Contents of Table
In the discussion about modules and procedures, we mentioned that there are 3 types of procedures in VBA: Sub, Function and Property . In this VBA Excel guide series we will learn more about the types of Sub Procedures.
Understanding Sub Procedures in VBA Excel
Sub Procedure is a type of procedure in VBA . The term Sub in this type of VBA procedure refers to the term Subroutines which can generally be interpreted as a set of instructions designed to perform certain operations or actions on a computer program.
A sub procedure in Excel VBA is a collection of VBA code that is marked with an opening Sub statement and ends with an End Sub statement . The sub procedure will execute a certain action, action or task according to the program code provided between the Sub and End Sub statements, but does not return or produce a certain value ( return value / return result ).
Return Value or the final value is the main difference between the Sub Procedure Type and the Function Procedure in VBA Excel. Function Procedures can return or return a certain value while Sub Procedures cannot. About the Function Procedure will be discussed in the next series.
If a sub procedure is executed, the program code in it will be executed from the beginning until the End Sub/Exit Sub statement is found .
If you run the ” Record Macro ” command or menu on the Excel Developer Tab, Excel will automatically create a VBA Sub procedure.
How to Create Sub Procedures
The syntax or way of writing in making a sub procedure is more or less as follows:
[Private|Public|Friend] [Static] Sub Procedure_Name ([List_Argument])
Each Sub Procedure element that is in square brackets “[…]” is optional, meaning it can be used and can be ignored or not written. If you’ve ever seen a sub procedure in a VBA module, it’s possible to write it in a simple way like this:
A simple example of a Sub Procedure is as follows:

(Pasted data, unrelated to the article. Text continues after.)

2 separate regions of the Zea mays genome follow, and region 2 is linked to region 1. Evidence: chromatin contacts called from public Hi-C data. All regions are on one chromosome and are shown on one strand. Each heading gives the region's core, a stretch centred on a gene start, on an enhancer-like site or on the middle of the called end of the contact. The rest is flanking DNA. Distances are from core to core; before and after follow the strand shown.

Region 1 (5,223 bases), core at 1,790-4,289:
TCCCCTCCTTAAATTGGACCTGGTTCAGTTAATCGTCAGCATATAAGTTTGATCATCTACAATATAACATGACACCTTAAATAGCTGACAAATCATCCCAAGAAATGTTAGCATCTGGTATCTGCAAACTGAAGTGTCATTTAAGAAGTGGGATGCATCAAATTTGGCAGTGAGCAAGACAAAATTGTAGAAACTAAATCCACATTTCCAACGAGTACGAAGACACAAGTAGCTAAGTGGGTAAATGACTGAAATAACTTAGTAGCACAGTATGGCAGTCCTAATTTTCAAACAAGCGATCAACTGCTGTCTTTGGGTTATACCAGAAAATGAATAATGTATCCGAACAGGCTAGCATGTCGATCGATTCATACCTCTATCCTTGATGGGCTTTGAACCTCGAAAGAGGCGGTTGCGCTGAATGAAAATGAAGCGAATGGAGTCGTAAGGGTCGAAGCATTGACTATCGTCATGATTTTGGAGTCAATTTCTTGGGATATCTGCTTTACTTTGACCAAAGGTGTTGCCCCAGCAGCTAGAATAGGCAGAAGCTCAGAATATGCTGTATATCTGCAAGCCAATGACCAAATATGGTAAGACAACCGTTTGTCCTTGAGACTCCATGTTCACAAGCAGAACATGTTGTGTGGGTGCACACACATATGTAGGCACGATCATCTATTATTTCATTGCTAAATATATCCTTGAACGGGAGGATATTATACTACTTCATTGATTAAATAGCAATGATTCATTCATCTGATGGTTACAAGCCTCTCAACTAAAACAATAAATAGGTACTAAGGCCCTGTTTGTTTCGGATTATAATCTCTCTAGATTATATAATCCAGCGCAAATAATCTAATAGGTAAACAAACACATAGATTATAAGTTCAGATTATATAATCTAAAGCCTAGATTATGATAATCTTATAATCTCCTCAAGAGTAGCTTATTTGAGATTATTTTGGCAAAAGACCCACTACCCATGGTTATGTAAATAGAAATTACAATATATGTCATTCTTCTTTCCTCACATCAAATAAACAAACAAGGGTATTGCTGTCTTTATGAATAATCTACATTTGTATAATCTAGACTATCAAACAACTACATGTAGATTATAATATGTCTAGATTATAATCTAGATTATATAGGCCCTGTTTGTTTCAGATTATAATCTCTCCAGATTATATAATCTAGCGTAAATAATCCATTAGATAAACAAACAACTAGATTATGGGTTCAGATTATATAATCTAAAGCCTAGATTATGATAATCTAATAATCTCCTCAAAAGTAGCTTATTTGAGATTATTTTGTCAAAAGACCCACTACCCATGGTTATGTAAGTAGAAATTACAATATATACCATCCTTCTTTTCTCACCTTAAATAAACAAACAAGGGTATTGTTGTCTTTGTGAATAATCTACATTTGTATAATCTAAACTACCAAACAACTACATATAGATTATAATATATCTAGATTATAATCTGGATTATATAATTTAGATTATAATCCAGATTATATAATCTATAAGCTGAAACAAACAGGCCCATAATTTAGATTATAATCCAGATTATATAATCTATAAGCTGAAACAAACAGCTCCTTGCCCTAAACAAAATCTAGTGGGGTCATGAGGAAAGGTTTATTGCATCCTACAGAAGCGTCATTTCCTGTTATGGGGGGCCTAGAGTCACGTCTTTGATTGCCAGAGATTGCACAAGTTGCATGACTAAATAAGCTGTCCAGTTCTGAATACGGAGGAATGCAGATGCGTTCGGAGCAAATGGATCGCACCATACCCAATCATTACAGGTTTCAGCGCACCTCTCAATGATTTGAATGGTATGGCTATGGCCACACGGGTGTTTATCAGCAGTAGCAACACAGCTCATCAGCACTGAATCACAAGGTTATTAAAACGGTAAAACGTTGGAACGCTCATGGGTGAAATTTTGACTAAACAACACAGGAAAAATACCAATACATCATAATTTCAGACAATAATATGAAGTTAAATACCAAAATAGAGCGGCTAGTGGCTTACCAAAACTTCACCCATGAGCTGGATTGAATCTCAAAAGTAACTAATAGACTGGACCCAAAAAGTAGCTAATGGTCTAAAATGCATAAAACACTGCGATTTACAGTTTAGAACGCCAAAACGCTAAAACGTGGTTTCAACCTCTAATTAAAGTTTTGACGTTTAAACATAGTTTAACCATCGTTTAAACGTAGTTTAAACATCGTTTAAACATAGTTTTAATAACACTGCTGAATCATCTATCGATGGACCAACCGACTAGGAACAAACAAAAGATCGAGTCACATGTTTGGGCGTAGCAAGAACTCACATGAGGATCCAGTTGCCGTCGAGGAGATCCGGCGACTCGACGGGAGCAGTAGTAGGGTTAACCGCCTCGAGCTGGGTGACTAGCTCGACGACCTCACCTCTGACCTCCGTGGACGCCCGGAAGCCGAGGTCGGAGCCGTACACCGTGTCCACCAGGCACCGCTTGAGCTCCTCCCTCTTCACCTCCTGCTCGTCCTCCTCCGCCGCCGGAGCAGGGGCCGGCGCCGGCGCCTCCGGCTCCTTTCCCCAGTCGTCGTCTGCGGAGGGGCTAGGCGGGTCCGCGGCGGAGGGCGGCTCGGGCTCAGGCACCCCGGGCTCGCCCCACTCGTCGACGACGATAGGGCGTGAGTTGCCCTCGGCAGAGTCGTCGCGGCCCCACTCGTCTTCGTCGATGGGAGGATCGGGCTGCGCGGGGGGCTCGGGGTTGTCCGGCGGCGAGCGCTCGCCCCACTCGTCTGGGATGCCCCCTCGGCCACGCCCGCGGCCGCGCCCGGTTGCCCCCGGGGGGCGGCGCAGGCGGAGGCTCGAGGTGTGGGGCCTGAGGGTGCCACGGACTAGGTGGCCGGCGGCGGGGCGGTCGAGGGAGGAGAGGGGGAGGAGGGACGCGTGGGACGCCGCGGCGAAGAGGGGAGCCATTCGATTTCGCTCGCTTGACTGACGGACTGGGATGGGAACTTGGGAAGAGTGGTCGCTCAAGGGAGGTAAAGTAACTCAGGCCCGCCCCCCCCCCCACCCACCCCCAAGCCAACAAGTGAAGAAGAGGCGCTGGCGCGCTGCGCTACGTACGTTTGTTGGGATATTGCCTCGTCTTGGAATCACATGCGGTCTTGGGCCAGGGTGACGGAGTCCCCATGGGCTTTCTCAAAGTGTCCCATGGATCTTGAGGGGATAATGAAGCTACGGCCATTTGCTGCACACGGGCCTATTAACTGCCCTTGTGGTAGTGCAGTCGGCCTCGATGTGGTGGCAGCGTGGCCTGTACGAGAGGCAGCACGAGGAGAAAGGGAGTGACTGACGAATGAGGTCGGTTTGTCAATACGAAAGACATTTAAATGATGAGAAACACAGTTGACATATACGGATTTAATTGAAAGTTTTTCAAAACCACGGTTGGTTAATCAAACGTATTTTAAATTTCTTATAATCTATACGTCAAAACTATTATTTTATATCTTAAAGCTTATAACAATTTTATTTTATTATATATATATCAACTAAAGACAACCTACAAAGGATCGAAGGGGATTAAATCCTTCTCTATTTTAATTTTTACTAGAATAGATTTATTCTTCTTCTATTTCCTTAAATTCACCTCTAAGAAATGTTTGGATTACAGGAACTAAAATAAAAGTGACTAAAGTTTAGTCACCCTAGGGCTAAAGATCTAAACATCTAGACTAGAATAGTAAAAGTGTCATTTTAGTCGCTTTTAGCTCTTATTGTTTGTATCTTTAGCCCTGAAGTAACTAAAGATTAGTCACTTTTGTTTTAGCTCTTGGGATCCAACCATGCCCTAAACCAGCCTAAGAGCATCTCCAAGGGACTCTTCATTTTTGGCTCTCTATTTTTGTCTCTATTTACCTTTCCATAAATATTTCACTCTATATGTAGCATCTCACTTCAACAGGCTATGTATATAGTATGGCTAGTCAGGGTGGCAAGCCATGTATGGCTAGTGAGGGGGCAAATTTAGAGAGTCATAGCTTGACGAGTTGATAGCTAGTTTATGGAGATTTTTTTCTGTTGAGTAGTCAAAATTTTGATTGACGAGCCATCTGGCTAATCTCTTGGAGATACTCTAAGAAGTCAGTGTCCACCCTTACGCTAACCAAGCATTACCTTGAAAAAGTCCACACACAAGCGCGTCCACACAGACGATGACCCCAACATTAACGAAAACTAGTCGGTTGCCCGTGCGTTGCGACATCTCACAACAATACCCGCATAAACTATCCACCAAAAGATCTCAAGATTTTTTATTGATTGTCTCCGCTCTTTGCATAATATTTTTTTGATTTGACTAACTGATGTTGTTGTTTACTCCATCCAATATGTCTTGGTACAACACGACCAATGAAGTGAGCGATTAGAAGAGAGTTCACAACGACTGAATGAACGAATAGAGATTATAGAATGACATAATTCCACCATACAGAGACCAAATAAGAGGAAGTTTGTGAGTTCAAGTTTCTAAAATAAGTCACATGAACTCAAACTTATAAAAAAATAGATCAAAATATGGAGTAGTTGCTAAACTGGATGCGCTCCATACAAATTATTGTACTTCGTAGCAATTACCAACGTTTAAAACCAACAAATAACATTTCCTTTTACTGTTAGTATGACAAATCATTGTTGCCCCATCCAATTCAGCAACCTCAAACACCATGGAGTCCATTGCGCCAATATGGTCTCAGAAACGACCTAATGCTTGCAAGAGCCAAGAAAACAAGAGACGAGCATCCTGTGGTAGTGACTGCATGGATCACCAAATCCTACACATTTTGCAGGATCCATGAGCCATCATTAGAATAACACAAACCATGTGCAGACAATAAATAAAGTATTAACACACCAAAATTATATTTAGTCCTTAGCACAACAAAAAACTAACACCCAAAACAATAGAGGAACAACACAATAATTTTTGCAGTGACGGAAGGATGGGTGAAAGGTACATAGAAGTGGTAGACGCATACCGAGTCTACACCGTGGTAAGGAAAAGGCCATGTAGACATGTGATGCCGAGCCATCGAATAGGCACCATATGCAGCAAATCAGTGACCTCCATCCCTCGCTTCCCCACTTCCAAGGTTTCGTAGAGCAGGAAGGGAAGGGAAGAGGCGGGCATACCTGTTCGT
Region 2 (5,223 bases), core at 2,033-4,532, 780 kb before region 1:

' Copy Value C2 to A1
Sheet1.Range("A1") = Sheet1.Range("C2")
'Copy Value D6 to A2
Sheet1.Range("A2") = Sheet1.Range("D6")
- Sub : Indicates the type of Procedure
- copyValue : Indicates the name of the procedure.
- The line of text code ” Copy Value C2 to A1 ” and ” Copy Value D6 to A2 ” which begins with quotation marks (‘) is a description / comment and does not mean anything.
- Sheet1.Range(“A1”) = Sheet1.Range(“C2”) is a line of code that contains a command to fill the value of Cell A1 on Sheet1 with the value of Cell C2 on Sheet1
- Sheet1.Range(“A2”) = Sheet1.Range(“D6”) is a line of code as before which can also be interpreted as a command to copy the value of cell D6 to cell A2 on Sheet1.
- End Sub : A line of code as a closing statement of the Sub Procedure which indicates the end of the copyValue procedure.
Next, we will try to explain each of the elements that make up a Sub Procedure in VBA Excel.
Private, Public and Friend keywords set the access level or scope of the related procedure.
- Private : Indicates that the sub procedure can only be accessed/invoked by procedures in the same module where the procedure was written
- Public : Indicates that the sub procedure can be accessed/called by any procedure in all modules.
- Friend : This keyword is used in the Class module. For now, let’s ignore it.
The three keywords which are also often referred to as access modifiers above are optional. If you don’t use one of them during the creation or declaration of a sub procedure, then VBA Excel will use the Default keyword, namely Public. This means that the procedure you create can be called from all existing modules.
We have talked about this Scope a lot in the previous series, for more details, an example will be given in the exercise section below.